Well, that's 100 best, not 100 brightest. IMO it's easily in the 100 best DSO's. I never pass a chance to view it in the Fall. The dust lane really starts to pop at 150X in my 12" scope. Once you find it, it becomes pretty easy to locate after that. Get to at least a yellow zone (SQM 21.0) to see it well.

#35 blb

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Posted 16 October 2012 - 09:38 AM

Well, that's 100 best, not 100 brightest.


How true! Many of the best objects to view are not the brightest objects in the sky and so it is with NGC 891.

#36 Matt2003

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Posted 16 October 2012 - 06:45 PM


Yes, I know they did not mean brightest, as they had a few very challenging things on that list. However, I am mystified by their statements about it being one of the "best galaxies" for a 10 inch scope. REALLY? Hmm, not much more power than my 8 inch..
And they neglected to mention anything about the very challenging low surface brightness here, though they did with several other objects. Which has been the cause of my frustration over the last three years.

Clear Skies,
Matt

#37 Astrojensen

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Posted 17 October 2012 - 03:27 AM

However, I am mystified by their statements about it being one of the "best galaxies" for a 10 inch scope.



I'd say the statement is probably true under dark skies. Under light polluted ones? Not so much.


Clear skies!
Thomas, Denmark

#38 Matt2003

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Posted 17 October 2012 - 07:04 PM


Which, again, is not mentioned. No "You will need to get to a blue-Black Zone to adequately see this object".
I feel slightly miffed. But not enough NOT to try again tonight, after the cold front has moved through! LOL

Clear Skies,
Matt

#39 starrancher

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Posted 17 October 2012 - 08:52 PM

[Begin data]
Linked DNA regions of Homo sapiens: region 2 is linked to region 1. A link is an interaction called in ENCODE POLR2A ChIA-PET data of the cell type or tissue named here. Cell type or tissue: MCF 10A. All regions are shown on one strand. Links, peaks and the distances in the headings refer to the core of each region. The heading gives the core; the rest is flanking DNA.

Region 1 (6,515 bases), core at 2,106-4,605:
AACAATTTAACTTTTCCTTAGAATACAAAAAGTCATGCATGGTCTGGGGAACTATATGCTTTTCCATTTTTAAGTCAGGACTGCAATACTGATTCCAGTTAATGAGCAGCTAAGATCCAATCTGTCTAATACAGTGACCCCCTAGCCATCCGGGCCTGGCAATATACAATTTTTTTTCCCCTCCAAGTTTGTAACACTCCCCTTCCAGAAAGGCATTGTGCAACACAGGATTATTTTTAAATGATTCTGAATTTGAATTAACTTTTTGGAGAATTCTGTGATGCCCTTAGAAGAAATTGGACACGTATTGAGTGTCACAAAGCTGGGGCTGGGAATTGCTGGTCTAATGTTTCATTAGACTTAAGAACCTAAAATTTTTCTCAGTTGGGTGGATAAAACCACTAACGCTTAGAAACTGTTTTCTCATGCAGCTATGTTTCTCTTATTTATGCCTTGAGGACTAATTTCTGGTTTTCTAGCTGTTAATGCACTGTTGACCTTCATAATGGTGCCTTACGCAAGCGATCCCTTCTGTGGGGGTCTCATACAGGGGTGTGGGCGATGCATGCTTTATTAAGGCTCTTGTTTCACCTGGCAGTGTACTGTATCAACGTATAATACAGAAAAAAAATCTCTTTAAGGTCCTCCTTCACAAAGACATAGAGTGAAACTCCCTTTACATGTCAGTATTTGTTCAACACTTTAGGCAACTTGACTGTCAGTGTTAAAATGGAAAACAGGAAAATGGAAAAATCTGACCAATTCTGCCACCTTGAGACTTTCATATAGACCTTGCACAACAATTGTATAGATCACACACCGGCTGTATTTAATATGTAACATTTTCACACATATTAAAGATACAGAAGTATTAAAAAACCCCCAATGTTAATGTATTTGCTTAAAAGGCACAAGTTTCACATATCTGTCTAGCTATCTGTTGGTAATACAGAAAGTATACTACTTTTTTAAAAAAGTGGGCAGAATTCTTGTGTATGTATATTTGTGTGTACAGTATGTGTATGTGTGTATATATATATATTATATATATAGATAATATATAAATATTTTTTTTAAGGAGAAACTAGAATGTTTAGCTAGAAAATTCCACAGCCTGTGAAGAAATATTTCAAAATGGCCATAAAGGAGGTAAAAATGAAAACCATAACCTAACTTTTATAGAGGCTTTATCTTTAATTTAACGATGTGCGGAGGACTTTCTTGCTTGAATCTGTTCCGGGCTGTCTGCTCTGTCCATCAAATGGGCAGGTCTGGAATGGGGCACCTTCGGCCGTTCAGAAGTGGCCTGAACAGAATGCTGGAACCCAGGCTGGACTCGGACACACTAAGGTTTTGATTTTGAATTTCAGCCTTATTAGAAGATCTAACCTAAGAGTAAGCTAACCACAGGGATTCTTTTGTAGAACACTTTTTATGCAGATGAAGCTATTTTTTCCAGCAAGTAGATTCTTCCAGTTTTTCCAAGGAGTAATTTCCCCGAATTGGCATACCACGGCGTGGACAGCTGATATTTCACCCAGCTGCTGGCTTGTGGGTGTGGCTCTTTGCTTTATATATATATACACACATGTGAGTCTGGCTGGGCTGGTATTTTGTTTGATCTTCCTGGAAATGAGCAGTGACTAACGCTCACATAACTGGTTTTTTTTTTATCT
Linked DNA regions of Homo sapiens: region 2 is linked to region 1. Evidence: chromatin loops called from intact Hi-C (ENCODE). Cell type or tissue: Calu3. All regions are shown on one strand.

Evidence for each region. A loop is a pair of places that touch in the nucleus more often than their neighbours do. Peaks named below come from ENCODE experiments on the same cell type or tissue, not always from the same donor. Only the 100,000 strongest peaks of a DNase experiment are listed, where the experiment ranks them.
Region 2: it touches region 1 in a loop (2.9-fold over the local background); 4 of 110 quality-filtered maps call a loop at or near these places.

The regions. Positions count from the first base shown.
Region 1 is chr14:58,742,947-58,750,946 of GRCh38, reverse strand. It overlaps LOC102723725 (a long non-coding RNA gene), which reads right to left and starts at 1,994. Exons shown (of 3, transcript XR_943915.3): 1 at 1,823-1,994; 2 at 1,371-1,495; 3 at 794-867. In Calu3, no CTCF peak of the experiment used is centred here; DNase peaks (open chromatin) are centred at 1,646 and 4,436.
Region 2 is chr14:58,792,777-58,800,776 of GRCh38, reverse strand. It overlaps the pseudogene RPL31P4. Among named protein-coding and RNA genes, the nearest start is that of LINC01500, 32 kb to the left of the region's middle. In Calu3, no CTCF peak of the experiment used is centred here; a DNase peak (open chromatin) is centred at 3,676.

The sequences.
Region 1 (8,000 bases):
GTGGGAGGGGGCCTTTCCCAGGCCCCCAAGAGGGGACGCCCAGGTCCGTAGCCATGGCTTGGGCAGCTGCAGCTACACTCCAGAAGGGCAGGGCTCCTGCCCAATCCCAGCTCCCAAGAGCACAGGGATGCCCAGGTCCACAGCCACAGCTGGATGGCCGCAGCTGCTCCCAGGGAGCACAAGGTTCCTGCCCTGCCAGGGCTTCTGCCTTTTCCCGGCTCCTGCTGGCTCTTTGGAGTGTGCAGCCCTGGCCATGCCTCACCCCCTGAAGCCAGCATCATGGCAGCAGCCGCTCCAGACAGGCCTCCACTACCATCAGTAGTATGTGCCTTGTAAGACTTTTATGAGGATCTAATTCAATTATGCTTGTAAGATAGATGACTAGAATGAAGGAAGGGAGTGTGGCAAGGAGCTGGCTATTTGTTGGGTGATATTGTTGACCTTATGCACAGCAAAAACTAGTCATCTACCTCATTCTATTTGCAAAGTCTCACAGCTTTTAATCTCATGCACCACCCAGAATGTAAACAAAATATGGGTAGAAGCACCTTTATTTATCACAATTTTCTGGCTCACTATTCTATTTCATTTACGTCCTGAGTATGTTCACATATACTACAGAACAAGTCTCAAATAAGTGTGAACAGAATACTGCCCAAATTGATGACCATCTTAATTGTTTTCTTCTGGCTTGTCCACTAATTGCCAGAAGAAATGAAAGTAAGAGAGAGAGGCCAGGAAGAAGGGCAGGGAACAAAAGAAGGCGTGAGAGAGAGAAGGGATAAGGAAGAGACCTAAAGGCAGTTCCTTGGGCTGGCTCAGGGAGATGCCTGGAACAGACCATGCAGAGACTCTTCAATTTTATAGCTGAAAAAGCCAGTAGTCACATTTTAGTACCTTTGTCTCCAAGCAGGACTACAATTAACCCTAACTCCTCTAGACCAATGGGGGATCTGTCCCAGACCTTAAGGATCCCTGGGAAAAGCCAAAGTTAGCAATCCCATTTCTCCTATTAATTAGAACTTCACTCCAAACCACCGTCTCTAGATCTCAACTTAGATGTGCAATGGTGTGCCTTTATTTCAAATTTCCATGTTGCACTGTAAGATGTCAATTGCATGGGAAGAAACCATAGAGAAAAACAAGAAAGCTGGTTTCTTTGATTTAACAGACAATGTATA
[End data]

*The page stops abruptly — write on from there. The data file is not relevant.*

Even in a blue zone it was barely detectable in my 5 inch .
Haven't tried it yet in the gray to black zone .

#40 cpr1

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Posted 17 October 2012 - 08:54 PM

I feel your pain Matt. It took me going to a yellow/green zone before I could make it out. It is large as far as edge on galaxies go and one side always seems brighter than the other. Almost like seeing only half the galaxy sometimes. This is in a 10 inch scope.

It is faint, so if the background is grayish and not black then that won't help. I think all of those top 100's are based on excellent skies.

In my 12 from home I can't see ngc 891, m33, m74, or m97. That's in a red zone or maybe worse.

#41 droid

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Posted 18 October 2012 - 08:21 AM

Any one out there know where one might find a telrad chart to print out for this object?

#42 bremms

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Posted 18 October 2012 - 12:08 PM

My backyard is red-orange and I tried with my newly cleaned C8. I really couldn't see it for a good while and I remebered from MANY years ago exactly where it is compared to the orange star nearby. Went back later and saw a hint of center maybe.... The C8 doesn't have great contrast. I used to spot in my 6" reflector from a green zone. It popped right out in my 10" with a Zambuto quality mirror. Back then it was closer to a blue site.

#43 mnev326

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Posted 18 October 2012 - 02:04 PM

I observed NGC891 for the first time this year on Tuesday night. My observing site is in an orange zone in New Jersey. The scope I was using was my 15in dob. I located it with my 27pan(70x), then I swapped to my 13ethos(146x). The transparency was above average. I could not make out the dust lane. In the past I've observed it with my 10in dob at the same site. If the transparency is not above average to excellent it is a no show.

Mark

#44 auriga

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Posted 19 October 2012 - 06:09 PM